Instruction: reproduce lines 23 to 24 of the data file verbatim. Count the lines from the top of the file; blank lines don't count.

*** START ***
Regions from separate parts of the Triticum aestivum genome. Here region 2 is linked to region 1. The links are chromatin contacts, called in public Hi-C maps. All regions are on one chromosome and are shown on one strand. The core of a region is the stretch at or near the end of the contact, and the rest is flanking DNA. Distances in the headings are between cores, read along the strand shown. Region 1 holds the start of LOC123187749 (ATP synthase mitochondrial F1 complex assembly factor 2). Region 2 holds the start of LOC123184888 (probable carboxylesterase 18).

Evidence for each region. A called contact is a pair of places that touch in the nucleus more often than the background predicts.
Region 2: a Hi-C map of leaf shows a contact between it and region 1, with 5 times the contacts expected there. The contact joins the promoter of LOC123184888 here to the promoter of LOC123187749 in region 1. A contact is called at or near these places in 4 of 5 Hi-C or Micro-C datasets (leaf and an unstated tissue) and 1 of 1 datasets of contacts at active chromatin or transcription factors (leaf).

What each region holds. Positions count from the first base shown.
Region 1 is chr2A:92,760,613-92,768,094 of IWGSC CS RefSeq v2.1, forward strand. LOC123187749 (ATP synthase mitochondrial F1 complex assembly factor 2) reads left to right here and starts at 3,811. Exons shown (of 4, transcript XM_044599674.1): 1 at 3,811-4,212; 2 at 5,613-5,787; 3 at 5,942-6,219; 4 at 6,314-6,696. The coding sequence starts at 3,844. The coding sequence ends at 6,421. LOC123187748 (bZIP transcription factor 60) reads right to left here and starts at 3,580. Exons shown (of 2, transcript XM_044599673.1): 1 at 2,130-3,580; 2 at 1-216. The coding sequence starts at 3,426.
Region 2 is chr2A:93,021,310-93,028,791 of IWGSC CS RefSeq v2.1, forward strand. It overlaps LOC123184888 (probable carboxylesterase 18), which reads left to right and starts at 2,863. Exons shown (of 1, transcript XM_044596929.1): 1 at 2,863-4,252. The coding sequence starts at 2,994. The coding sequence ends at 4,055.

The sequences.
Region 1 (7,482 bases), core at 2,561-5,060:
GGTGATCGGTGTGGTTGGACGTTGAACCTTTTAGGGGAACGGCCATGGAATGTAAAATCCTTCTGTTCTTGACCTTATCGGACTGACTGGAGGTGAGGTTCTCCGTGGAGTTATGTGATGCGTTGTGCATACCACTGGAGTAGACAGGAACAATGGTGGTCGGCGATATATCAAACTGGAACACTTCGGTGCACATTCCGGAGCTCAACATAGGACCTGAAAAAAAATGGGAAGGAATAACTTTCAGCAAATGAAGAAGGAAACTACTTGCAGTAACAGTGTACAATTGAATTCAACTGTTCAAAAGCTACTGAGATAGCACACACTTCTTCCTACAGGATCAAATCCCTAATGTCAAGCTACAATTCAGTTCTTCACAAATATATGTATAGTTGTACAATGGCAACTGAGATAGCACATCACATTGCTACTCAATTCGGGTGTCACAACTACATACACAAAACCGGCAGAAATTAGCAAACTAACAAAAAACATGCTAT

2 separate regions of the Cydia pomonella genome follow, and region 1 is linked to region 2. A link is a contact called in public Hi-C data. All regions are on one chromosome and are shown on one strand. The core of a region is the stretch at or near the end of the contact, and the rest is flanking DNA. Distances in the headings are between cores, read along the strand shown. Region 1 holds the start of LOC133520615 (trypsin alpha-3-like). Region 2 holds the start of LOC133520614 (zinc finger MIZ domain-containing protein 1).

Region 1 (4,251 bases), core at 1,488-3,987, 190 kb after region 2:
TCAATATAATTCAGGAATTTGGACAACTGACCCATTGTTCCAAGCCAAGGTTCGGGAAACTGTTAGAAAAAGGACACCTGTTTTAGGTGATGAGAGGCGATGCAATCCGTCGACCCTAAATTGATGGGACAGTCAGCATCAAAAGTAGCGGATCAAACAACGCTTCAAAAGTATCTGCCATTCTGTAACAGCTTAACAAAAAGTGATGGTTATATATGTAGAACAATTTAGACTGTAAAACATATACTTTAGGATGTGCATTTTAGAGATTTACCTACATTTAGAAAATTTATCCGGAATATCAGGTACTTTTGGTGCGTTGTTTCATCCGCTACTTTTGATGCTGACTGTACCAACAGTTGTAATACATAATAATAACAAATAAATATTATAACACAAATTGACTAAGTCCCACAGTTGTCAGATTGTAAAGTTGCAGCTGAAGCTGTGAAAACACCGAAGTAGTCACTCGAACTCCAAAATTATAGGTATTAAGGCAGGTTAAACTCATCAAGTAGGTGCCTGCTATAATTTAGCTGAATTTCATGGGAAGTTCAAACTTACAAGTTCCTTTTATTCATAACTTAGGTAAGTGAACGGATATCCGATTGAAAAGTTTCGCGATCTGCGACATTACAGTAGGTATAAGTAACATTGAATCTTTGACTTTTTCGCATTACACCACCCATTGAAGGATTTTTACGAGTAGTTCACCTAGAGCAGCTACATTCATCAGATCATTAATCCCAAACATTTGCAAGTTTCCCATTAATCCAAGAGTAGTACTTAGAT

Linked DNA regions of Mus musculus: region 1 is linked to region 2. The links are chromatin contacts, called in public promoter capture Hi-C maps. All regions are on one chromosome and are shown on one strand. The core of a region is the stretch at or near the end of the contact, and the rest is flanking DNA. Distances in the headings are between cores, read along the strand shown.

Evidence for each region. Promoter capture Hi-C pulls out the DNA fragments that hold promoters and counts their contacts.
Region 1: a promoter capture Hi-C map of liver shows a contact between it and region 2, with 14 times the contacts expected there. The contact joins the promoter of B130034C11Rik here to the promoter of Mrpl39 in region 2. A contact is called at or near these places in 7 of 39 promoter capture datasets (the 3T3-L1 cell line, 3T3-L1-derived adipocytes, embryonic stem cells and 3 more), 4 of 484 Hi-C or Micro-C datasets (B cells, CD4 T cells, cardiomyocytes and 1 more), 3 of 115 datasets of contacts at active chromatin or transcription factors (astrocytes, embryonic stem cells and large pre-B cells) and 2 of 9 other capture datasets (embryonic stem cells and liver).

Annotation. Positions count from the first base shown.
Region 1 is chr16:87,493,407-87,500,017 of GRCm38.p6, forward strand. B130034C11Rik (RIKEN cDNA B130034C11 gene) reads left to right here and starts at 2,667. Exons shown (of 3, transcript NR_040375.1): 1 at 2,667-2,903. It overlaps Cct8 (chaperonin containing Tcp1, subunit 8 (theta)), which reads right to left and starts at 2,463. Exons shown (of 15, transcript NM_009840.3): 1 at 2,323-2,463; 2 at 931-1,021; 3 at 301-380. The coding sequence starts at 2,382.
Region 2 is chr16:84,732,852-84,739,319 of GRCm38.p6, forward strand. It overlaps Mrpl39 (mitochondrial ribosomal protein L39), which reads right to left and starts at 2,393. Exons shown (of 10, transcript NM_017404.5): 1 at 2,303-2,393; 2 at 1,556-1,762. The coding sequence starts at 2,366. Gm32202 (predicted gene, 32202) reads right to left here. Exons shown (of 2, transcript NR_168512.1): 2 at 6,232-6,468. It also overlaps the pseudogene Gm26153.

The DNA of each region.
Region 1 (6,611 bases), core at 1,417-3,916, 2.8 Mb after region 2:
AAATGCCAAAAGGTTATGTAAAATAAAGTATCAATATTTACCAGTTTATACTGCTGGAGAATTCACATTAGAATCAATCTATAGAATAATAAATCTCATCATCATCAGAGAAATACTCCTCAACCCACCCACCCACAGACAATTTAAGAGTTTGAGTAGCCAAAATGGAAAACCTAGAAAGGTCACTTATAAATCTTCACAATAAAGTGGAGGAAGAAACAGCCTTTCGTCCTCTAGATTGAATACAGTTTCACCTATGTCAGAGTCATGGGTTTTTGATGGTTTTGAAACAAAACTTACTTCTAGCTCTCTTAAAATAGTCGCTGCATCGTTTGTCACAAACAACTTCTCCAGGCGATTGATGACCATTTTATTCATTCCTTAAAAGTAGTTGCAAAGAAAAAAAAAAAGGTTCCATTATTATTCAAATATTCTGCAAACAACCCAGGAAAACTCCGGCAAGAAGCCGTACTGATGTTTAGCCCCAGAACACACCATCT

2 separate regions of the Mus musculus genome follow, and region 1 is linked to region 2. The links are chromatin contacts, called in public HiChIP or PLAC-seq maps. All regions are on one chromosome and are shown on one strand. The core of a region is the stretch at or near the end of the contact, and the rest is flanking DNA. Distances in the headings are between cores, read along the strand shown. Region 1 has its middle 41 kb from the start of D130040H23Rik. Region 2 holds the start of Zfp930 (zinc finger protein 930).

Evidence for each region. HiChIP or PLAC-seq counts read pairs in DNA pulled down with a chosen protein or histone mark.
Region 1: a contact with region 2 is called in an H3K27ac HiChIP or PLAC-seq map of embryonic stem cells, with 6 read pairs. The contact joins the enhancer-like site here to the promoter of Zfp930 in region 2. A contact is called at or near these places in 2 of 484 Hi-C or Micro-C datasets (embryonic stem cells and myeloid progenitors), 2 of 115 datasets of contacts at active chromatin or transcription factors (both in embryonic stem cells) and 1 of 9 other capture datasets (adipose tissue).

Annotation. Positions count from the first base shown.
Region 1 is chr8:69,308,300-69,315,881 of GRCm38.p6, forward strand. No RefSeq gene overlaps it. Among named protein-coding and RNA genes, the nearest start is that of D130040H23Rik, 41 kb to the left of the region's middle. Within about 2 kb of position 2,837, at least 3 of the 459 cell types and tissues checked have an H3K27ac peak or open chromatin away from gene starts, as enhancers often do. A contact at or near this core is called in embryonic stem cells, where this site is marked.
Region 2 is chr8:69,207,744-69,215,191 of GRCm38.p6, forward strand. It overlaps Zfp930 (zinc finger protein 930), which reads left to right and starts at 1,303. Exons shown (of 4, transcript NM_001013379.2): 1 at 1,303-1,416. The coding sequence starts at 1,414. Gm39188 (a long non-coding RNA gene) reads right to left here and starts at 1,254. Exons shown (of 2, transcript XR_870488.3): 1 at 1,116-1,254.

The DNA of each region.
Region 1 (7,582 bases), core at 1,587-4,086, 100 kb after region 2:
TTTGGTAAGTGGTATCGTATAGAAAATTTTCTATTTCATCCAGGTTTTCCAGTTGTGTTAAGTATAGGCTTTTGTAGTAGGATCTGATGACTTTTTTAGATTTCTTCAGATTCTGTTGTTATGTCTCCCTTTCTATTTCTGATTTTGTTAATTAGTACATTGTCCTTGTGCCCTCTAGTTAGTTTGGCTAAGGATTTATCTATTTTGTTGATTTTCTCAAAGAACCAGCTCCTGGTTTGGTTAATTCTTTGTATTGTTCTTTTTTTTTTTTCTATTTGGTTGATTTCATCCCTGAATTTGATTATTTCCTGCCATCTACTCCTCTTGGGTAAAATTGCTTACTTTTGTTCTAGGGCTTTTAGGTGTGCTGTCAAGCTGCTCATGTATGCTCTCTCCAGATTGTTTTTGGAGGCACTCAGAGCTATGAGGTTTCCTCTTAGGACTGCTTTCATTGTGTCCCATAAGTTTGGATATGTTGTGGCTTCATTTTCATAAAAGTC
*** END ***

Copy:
Evidence for each region. HiChIP or PLAC-seq counts read pairs in DNA pulled down with a chosen protein or histone mark.
Region 1: a contact with region 2 is called in an H3K27ac HiChIP or PLAC-seq map of embryonic stem cells, with 6 read pairs. The contact joins the enhancer-like site here to the promoter of Zfp930 in region 2. A contact is called at or near these places in 2 of 484 Hi-C or Micro-C datasets (embryonic stem cells and myeloid progenitors), 2 of 115 datasets of contacts at active chromatin or transcription factors (both in embryonic stem cells) and 1 of 9 other capture datasets (adipose tissue).